Perhaps this offers some insight into the source of the growing pains of the industry. Technology changes how we live, but also how we define things. Without going into details about “per play” payouts, mechanical royalties, and performance royalties, the bottom line is this:

The industry needs to communicate and work together to seek innovation alongside this new technology because streaming has potential.

A positive focus for now. Increased music streaming has led to lower piracy, can contribute to higher ticket sales for touring artists, and has helped artists to build an audience. Artists who embrace music streaming will be the first to thrive using it.

By David Kleinebreil

Featured photo by Antonis Spiridakis
Image

“There’s No Money In Music”

The world’s biggest lie. 

If you have decided to pursue being a professional musician, or work in the industry at all, you have likely heard this more times than you can count.

According to Live Nation Entertainment’s income statement, their revenue in 2014 was over $6.8 billion. More recently, Forbes reports that One Direction made $130 million in 2015. Sure the label and management take a cut, but that is proof of cold hard cash.

What about recording revenue declining every year?  

The money hasn’t disappeared; it is finding itself in a different place. For example, vinyl is on its way toward being a billion dollar industry. Touring seems to be another place where the money has moved. Live entertainment will never cease to exist, and fortunately for us, it will never cease to bring in money.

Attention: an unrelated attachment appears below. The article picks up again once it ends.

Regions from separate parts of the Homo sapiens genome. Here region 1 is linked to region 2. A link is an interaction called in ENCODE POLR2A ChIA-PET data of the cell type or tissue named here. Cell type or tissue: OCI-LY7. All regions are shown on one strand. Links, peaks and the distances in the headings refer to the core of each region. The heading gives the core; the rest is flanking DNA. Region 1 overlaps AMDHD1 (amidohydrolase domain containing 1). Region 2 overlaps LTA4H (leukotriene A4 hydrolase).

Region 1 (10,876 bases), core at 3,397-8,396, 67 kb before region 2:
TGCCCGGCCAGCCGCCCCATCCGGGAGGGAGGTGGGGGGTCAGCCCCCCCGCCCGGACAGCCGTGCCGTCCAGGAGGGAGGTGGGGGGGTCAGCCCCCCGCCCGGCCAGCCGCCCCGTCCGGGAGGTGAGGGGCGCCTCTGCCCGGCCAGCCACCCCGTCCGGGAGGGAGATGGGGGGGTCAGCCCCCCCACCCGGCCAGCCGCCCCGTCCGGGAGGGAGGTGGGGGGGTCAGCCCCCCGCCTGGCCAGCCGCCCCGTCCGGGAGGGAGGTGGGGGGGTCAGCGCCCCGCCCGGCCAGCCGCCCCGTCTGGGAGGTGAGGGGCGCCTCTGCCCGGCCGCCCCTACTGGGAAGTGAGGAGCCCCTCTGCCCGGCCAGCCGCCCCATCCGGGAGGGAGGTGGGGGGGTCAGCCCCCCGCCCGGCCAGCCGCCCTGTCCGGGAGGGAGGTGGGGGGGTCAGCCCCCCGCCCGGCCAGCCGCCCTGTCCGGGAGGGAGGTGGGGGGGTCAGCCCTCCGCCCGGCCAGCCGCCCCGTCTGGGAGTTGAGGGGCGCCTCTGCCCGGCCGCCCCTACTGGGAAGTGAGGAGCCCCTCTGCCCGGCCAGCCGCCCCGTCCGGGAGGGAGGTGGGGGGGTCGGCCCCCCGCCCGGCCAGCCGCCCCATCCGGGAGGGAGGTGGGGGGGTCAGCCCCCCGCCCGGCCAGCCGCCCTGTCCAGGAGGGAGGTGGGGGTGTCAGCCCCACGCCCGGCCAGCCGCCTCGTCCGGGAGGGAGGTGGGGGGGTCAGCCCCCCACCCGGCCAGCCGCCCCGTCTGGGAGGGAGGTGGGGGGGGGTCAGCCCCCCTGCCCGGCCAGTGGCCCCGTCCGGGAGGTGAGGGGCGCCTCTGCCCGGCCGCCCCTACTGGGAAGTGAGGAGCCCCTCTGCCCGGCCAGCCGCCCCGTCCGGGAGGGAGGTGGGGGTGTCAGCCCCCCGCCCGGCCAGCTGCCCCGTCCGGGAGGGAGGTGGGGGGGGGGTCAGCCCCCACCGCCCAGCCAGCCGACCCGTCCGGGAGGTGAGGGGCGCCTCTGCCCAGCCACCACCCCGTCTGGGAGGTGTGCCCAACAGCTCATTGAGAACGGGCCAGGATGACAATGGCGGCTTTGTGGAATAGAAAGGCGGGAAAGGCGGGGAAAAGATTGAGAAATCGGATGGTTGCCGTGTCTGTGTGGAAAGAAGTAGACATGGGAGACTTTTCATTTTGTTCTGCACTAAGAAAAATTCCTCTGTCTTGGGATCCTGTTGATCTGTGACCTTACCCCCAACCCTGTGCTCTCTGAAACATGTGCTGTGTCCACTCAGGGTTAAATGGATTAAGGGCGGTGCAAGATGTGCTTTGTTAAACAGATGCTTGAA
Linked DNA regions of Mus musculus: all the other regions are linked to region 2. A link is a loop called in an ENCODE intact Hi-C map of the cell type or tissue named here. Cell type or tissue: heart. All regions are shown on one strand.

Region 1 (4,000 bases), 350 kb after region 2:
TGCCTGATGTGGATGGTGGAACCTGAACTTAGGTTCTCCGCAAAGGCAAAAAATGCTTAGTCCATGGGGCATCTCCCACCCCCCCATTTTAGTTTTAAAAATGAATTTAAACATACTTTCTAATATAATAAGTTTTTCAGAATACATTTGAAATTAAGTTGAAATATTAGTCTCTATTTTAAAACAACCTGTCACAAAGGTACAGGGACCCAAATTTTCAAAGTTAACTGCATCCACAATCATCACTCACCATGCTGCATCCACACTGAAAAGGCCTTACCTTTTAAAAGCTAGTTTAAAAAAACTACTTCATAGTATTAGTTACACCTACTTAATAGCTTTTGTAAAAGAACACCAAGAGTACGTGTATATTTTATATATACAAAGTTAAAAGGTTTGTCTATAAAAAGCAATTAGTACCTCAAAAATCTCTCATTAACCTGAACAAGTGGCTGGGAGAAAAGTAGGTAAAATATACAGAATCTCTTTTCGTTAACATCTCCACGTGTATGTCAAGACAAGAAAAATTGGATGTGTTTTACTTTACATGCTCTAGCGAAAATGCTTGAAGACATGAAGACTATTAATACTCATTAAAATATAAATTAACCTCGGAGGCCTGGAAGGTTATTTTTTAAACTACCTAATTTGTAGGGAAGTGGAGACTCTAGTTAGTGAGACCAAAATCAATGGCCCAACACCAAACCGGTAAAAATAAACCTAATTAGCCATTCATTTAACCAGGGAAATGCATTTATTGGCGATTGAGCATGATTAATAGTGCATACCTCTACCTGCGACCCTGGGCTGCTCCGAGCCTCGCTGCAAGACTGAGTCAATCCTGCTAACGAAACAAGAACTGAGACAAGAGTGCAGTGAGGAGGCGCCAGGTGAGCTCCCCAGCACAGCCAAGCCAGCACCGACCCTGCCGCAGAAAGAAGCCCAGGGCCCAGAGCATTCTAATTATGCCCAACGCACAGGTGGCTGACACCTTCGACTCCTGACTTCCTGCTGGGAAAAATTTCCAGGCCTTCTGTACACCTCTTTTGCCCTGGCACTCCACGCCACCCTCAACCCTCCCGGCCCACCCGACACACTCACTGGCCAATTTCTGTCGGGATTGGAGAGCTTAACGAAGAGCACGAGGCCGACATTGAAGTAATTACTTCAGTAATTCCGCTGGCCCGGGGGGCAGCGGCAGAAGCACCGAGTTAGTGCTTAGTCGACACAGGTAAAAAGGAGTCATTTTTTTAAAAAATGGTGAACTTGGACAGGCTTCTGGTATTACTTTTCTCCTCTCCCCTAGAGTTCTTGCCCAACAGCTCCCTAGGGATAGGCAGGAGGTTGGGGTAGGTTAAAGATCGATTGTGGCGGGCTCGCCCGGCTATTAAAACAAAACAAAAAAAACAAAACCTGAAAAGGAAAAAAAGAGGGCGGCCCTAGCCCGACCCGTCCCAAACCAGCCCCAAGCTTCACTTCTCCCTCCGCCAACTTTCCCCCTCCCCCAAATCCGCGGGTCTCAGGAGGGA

What about the bands claiming to lose money on tour?  

If you have read this article, you see that a band made $135,983, only to spend $147,802 and result in a net loss of $11,819.

The key here is that they generated $135k doing something your parents told you wasn’t possible. For every budget there need to be constraints, and if you can’t afford to lose money, don’t spend it. The glam of rock and roll and spending $50,000 on a music video is a thing of the past.

A good example of a more reigned in budget was the response to the previously mentioned article, where each band member could take home about $5,000 after a month long tour. [click here to see if I’m lying]

The purpose of this article is not to denounce your every doubt, but if you are still not convinced, go to Google and type in “music industry revenue” or something of a similar fashion. Numbers don’t lie. The trick to making money in this business is getting creative.

Explore multiple revenue streams, keep your budget efficient and effective, treat your band like a business and never forget those people who told you “there’s no money in music”. Don’t wave the first dollar you make in their face, it’s much more entertaining for them to just see you on TV one day.

 

Live Nation Income Statement: https://finance.yahoo.com/q/is?s=LYV&annual
Forbes – One Direction earnings – http://www.forbes.com/sites/maddieberg/2015/06/29/one-directions-earnings-130-million-in-2015
http://www.digitalmusicnews.com/2014/11/25/band-just-finished-28-day-tour-made-much/
http://www.altpress.com/news/entry/a_look_at_what_a_mid_level_metal_band_can_expect_to_make_on_a_30_day_tour
Photo by Desi Mendoza